Gregory's natural capacity for philosophy and law are good, but they ought not be sought as ends in themselves. Being a philosopher or being a lawyer is not worth more than being a true and genuine Christian, a devoted follower of Jesus Christ who alone is Savior of the World. As for philosophy and the rest, these may be used and appreciated insofar as they are true and good and useful for Christianity. But if these stand up against Christianity and its teachings, they cannot be accepted by any true and faithful disciple.

In the next section, Origen compares the use of Greek philosophy and other sources of knowledge to the Exodus of the Hebrews from Egypt:
Perhaps something of the kind is hinted at in the command from the mouth of God Himself that the children of Israel be told to ask their neighbours and companions for vessels of silver and gold, and for clothing, so that by spoiling the Egyptians they might find materials to make the things of which they were told for the Divine service (§2).
 In the same way, the appreciation of outside sources of knowledge -- philosophy, science, whatever -- may be compared to a kind of borrowing from the Egyptians. What is useful and good and of value ought to be utilized to serve for the true and right worship of God. On the other hand, we ought to leave behind everything that is false and worthless and which cannot be used. For Origen, then, philosophy functions essentially as a kind of ancilla theologiae, a handmaiden of theology.

People that I've met while here visiting in Romania, when they hear that I have degrees in both theology and philosophy, often ask me how these two can be reconciled. Their conception is that the two are irredeemably opposed to one another, with no hope of compatibility whatsoever. I think Origen gives me a fine example to give in defense of the study of philosophy: just as the Israelites borrowed vessels and gold and the rest to serve God as they ought, so also a Christian can rightly study philosophy to find what is good and useful and to utilize it for the sake of his spiritual worship.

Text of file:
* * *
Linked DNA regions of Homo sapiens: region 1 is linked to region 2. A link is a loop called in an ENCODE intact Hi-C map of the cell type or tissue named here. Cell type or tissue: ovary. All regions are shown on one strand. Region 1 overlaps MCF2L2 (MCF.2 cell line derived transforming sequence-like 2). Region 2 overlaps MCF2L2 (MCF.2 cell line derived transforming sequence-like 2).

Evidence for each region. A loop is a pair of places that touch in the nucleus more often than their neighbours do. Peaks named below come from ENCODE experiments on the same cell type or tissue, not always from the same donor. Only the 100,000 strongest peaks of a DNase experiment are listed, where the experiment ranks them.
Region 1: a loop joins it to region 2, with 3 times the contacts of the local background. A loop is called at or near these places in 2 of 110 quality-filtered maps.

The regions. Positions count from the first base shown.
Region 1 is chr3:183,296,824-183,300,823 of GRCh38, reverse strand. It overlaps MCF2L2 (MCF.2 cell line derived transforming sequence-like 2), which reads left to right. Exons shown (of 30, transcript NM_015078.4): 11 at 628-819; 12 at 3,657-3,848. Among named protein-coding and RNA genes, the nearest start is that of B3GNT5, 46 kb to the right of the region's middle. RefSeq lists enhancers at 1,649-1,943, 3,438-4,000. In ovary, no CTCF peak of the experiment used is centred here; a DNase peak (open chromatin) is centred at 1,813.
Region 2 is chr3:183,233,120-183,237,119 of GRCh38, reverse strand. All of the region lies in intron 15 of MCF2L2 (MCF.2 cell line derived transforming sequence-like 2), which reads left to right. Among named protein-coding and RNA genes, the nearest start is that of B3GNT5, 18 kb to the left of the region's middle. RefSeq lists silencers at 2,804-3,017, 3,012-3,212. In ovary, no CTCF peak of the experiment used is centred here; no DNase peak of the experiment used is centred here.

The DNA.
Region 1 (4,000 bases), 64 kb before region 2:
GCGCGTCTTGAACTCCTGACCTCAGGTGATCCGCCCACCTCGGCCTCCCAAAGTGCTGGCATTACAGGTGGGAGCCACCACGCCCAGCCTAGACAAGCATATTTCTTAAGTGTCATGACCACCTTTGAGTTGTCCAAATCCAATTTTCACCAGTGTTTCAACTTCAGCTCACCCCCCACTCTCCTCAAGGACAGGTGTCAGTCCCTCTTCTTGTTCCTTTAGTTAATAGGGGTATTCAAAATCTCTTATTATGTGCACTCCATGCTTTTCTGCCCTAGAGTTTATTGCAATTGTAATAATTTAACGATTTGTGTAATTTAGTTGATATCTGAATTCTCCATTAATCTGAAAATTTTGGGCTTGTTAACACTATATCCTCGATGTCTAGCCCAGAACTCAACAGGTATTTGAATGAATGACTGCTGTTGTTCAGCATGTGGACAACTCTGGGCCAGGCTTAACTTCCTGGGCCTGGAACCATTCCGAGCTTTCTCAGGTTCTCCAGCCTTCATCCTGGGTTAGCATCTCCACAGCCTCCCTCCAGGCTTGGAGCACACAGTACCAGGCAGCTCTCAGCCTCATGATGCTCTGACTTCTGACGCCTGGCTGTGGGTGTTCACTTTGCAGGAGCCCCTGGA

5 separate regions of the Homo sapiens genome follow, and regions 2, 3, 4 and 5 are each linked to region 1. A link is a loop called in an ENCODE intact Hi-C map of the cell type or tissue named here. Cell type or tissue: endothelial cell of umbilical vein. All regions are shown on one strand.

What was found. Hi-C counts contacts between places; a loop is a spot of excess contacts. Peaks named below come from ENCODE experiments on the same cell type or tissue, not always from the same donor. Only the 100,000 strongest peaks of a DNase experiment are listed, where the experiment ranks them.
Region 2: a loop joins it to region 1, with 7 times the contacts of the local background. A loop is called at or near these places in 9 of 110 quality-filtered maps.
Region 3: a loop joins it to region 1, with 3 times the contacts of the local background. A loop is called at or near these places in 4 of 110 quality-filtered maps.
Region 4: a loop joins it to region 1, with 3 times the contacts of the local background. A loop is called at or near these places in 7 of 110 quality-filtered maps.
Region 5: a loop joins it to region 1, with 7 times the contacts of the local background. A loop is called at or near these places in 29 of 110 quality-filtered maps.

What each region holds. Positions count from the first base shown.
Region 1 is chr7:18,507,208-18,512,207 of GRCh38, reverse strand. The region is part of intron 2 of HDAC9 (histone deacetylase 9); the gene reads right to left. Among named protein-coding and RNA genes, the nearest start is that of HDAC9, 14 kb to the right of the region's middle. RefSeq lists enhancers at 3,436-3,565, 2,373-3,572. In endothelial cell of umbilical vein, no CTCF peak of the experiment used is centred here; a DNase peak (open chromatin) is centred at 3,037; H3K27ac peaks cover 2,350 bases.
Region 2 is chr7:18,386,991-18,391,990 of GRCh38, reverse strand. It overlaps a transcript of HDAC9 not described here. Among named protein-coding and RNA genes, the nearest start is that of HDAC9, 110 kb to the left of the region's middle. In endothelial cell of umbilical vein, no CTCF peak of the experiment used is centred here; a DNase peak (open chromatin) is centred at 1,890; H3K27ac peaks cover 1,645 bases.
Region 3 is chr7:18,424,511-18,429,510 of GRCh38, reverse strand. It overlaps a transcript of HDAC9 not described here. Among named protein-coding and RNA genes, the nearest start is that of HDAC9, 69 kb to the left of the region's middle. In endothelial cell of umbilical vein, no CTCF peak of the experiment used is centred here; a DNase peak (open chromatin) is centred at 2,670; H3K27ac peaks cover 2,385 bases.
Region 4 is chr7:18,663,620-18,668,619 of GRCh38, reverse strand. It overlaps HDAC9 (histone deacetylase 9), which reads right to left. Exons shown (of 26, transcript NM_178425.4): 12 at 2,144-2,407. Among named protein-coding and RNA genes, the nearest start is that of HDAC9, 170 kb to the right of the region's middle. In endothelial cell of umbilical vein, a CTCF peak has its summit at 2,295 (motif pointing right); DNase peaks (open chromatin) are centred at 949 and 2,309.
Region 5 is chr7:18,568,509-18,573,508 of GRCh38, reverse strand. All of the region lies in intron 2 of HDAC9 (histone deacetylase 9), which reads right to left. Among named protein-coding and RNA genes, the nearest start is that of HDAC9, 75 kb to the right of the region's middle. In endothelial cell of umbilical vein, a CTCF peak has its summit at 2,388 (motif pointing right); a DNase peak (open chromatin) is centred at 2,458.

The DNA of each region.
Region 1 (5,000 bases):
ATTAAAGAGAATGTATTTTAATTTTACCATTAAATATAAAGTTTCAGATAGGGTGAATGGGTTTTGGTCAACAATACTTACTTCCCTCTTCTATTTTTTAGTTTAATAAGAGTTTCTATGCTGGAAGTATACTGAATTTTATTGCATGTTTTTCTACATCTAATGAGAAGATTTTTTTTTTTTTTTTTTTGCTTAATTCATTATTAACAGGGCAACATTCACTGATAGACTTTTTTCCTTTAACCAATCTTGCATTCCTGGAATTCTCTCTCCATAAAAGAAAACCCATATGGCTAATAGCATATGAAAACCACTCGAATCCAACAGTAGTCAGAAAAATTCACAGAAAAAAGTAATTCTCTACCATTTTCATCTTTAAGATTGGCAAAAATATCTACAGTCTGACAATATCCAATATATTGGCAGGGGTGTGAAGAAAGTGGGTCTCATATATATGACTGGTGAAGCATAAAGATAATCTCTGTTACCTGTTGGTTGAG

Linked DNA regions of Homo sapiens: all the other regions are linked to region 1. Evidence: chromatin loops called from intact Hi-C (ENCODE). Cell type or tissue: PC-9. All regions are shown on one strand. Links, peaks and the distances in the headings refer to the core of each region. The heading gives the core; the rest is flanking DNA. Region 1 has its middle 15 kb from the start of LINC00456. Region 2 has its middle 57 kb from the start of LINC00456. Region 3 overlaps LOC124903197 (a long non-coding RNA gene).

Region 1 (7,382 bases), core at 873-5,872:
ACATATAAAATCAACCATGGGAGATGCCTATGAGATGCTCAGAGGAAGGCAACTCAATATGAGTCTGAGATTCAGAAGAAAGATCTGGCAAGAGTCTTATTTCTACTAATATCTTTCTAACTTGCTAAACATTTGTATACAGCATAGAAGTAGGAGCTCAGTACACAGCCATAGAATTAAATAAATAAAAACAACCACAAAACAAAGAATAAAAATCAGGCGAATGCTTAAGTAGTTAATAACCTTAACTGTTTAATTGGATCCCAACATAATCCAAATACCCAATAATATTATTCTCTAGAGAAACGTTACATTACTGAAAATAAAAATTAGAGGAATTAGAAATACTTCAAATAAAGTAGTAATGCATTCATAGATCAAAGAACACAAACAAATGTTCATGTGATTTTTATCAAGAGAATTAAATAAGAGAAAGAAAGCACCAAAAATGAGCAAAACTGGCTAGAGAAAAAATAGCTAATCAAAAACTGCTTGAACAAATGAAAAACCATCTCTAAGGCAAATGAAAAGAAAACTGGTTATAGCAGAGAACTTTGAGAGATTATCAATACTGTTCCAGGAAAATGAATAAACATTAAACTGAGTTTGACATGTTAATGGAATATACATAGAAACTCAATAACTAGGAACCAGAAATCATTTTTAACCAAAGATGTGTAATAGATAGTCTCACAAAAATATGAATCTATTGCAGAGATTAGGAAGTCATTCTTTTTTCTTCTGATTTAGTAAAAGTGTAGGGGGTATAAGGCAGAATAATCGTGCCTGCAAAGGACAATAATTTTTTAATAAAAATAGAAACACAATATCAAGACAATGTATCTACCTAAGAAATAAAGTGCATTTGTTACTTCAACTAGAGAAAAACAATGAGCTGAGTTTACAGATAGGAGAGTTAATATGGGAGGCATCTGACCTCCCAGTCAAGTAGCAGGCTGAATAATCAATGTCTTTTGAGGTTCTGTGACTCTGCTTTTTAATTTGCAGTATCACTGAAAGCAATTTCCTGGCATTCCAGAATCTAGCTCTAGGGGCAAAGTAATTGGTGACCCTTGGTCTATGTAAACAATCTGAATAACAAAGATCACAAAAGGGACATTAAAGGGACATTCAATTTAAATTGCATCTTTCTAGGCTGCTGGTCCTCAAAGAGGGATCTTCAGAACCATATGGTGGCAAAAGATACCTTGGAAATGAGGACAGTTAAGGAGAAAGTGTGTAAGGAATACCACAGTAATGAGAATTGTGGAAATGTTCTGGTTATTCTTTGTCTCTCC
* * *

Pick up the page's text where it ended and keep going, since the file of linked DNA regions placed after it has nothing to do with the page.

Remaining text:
But the danger is being attached to Egypt, which is beyond utilizing Egypt's gold. It is one thing to worship God using Egyptian gold, but it is another altogether to want to be an Egyptian and to live and believe and think like they do. This is a true danger. I sense a fundamental difference of orientation between the Christian and the philosopher, even though the Christian is a kind of fulfillment of the hopes and desires of the true philosopher. For philosophy means the love of wisdom, and the Christian is the one who loves the Logos, Christ, the wisdom of God. But the philosopher qua philosopher arguably rejects revelation and insists on figuring things out all on his own, and believing only that which seems right by his lights. The Christian, on the other hand, accepts the truth as a revealed gift, and so does not trust in himself most of all.

What can be done? Everyone who wants to be a Christian but also feels the pull of philosophy ought to follow the example of John and his disciples. Even the greatest prophet ever to come from a woman is not worth more than Christ, who is the Logos incarnate. Much less various philosophers and teachers who were not even prophets but just pontificators of differing capacities and talents! Take from them what is good, but orient yourself to Christ and worship him alone -- that is the right path.